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McMurtry addresses surplus housing with proposal to remove point bonus

By Jieya Wen     2/18/15 4:09pm

The McMurtry College government will vote on a proposal designed to encourage students to remain on campus at their Town Hall meeting on Feb. 17, according to McMurtry College Internal Vice President Sean Harger. The proposal intends to address McMurtry’s current housing surplus issue.

The proposal removes housing point bonuses given to students the year after they move off campus, which Harger said encourages students to move off campus. Therefore, one proposal is to remove the bonus for the people who move off campus voluntarily but keep the bonus for people who apply for on- campus housing but fail to get eligibility.

“We will no longer incentivize people to move off in order to encourage as many people to try to get on campus as possible,” Harger said. 

Whether to keep the bonus for students who get kicked off campus instead of voluntarily move off campus is more questionable, according to Harger. 

“The process of eligibility and being kicked off campus is as fair as it can be, and a bit impersonal,” Harger said. “That’s going to be a decision the college is going to have to come to.”

According to Harger, there are 324 beds at McMurtry, of which 100 are for freshmen, leaving 224 beds for current McMurtry students. Last year, the number of students who applied for on-campus housing was less than the number of available beds, Harger said.

“We don’t want to ever be in a situation again where we have to ask people to move back on campus, and it’s an awkward situation because they moved off, [so] they got a bonus,” Harger said. “We don’t know whether we should let them keep the bonus and move back or get rid of the bonus we promised them.”

Harger said the number of vacant beds led to non-McMurtry students living at McMurtry and some on-campus McMurtry students getting off-campus point bonuses.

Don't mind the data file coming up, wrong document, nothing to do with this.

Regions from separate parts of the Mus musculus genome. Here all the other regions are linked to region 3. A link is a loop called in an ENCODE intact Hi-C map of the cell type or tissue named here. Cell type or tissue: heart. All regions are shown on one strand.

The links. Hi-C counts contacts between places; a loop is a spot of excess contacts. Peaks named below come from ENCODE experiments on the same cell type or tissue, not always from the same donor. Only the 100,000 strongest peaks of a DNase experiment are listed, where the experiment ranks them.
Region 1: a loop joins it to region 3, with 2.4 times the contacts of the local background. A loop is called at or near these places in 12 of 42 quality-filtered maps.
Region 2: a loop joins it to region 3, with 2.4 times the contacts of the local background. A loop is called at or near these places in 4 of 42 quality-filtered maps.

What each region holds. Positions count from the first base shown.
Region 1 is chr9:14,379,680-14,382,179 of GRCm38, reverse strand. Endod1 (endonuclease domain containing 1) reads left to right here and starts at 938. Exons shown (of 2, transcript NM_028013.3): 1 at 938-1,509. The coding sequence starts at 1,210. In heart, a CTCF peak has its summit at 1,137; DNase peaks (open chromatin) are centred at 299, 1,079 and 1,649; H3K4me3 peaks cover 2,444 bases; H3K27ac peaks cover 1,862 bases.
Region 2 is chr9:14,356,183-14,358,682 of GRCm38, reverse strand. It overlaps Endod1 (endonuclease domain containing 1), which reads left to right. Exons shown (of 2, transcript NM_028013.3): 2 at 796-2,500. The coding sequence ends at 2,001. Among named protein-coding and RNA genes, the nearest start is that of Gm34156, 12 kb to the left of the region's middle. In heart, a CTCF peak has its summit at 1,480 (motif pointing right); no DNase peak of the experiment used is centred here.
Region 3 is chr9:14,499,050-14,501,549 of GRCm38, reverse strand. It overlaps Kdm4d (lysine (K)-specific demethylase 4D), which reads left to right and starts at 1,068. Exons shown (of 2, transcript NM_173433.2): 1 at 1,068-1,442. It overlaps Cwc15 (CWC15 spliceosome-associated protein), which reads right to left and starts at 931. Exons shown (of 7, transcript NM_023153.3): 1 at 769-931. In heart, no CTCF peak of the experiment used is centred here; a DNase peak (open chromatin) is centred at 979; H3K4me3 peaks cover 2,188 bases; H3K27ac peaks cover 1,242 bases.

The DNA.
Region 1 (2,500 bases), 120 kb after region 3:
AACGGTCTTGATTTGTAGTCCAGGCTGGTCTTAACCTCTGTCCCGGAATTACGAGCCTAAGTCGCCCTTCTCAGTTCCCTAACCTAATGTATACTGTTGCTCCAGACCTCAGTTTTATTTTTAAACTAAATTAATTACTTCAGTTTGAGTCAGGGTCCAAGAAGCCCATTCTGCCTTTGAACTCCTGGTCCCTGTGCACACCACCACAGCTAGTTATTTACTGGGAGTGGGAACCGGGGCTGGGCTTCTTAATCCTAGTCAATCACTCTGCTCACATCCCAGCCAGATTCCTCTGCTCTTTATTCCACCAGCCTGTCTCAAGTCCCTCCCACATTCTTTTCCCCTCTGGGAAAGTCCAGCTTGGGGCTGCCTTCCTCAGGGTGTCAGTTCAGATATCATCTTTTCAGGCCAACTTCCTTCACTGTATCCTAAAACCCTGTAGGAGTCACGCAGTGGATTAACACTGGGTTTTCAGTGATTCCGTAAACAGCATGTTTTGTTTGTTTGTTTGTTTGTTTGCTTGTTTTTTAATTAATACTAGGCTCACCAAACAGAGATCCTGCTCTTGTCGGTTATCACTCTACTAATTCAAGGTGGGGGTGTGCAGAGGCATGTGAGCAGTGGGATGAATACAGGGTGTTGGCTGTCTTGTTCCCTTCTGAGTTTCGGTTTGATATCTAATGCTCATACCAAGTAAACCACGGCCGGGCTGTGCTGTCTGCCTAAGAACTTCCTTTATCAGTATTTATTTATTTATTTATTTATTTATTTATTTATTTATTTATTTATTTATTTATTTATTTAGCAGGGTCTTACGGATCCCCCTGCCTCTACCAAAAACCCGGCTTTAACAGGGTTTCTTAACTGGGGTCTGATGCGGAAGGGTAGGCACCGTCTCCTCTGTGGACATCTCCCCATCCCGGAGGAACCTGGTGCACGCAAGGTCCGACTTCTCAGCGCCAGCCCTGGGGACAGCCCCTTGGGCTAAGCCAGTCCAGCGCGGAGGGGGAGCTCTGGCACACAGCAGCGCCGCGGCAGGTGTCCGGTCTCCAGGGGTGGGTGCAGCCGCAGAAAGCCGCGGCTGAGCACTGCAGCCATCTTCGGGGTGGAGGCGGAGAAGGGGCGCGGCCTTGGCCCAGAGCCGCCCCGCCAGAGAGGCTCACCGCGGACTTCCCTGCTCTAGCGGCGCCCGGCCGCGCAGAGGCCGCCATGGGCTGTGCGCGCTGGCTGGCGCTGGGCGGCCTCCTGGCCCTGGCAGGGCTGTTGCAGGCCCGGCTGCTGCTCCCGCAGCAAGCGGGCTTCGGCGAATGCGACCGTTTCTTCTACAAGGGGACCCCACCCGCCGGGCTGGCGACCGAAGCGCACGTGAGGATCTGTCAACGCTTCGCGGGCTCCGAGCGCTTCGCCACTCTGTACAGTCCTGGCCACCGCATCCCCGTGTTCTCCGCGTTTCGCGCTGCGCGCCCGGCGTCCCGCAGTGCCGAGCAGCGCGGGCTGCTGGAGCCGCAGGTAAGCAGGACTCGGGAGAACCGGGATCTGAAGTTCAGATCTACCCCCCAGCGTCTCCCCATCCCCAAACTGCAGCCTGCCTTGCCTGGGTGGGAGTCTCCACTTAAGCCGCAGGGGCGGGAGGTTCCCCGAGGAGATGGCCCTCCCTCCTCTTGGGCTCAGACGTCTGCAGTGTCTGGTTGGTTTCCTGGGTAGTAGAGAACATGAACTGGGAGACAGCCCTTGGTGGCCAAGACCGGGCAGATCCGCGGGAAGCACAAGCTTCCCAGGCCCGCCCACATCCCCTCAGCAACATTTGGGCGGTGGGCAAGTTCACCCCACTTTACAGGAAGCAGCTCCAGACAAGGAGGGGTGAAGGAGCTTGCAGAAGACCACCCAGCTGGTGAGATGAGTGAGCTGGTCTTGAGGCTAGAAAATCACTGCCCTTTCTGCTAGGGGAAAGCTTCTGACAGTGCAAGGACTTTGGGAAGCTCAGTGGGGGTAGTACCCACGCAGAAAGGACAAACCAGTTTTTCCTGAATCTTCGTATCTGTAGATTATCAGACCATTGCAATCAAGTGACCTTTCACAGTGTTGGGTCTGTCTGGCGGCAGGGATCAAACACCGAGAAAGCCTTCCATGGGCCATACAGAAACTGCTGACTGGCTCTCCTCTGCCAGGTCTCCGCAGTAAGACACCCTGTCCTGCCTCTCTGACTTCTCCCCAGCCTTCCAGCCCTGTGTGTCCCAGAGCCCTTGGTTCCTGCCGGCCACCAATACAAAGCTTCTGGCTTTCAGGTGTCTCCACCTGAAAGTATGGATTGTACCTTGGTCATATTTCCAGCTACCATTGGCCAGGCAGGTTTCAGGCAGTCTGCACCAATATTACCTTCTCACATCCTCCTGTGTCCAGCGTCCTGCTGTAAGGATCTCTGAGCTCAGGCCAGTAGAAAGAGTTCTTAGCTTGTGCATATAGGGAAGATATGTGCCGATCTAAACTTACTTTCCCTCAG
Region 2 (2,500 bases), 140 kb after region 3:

McMurtry sophomore Seth Berggren said he supports the removal of point bonuses for moving off campus to avoid repeating last year’s situation. 

“If we disincentivize people going off campus, we can hopefully retain more people on campus, which I feel would be a very valuable asset to college culture,” Berggren said. 

McMurtry sophomore Seyeon Cho said she does not support the proposal because she believes the removal of the point bonuses will make on-campus housing overly competitive and will not accurately reflect students’ preference. 

“Do you have to incentivize students to live on campus in order to improve the culture?” Cho said. “I feel like the order of problem and solution should be the other way around.”

At McMurtry, people who have declared senior status, as well as the college president, internal vice president, external vice president, the chief justice, scholarship athletes and students with documented disability have automatic eligibility for on-campus housing. Other McMurtry students will go through the eligibility jack, according to Harger. 

“We order those people by oldest, in terms of how long they have been at McMurtry,” Harger said. “The people who have been here the longest will be most likely to be kicked off campus. The only exception to this is anybody who declared senior status. In practice, the juniors are most likely to be kicked off.”

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